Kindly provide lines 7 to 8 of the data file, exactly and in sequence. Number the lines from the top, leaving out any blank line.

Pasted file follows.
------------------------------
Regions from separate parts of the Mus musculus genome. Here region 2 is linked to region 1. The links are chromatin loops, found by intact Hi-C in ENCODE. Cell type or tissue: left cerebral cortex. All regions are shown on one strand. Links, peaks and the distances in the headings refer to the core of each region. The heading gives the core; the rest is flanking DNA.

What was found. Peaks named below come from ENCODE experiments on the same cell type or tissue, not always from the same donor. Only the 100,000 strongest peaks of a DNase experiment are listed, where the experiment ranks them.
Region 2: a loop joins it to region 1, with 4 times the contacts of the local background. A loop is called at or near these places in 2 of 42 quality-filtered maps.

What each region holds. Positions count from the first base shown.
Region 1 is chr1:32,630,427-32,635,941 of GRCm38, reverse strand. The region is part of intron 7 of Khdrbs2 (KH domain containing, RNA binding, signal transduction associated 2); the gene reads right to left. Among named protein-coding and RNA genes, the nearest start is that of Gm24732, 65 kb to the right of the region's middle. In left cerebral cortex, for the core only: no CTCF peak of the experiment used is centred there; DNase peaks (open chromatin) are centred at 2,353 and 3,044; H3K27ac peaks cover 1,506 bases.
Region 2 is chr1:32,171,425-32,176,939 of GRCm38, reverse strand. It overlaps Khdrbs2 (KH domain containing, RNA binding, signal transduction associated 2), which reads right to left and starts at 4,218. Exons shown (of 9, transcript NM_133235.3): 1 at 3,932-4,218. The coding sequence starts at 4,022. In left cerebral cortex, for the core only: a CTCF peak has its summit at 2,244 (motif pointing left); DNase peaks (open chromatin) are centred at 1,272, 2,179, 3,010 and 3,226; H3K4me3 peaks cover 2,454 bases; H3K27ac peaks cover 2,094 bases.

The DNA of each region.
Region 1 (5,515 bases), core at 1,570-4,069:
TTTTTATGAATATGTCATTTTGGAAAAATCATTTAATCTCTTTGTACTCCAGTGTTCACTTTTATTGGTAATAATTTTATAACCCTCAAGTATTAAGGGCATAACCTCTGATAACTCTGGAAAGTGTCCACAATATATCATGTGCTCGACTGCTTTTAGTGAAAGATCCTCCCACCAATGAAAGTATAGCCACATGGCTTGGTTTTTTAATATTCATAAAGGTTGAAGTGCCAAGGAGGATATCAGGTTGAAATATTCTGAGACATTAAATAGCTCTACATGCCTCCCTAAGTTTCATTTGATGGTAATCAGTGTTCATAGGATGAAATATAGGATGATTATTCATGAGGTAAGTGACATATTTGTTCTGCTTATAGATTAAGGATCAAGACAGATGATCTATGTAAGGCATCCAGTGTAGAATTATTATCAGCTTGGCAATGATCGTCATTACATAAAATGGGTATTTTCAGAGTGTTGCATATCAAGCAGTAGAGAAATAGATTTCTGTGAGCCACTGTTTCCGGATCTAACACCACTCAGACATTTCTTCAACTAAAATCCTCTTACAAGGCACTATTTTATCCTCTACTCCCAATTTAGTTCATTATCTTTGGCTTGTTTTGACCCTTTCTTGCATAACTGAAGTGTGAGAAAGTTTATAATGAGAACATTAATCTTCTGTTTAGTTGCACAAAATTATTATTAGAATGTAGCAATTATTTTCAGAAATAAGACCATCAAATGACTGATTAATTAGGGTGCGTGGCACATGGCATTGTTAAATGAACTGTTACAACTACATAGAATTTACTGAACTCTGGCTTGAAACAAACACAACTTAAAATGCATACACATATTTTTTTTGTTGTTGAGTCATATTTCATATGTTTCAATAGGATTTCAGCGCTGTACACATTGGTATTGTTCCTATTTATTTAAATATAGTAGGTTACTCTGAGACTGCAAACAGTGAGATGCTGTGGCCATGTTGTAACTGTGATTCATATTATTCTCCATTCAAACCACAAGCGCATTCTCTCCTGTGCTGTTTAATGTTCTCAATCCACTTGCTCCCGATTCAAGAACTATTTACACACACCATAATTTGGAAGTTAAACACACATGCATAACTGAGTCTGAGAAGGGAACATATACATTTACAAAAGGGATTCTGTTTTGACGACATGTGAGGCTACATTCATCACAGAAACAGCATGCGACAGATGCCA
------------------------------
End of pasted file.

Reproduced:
The DNA of each region.
Region 1 (5,515 bases), core at 1,570-4,069: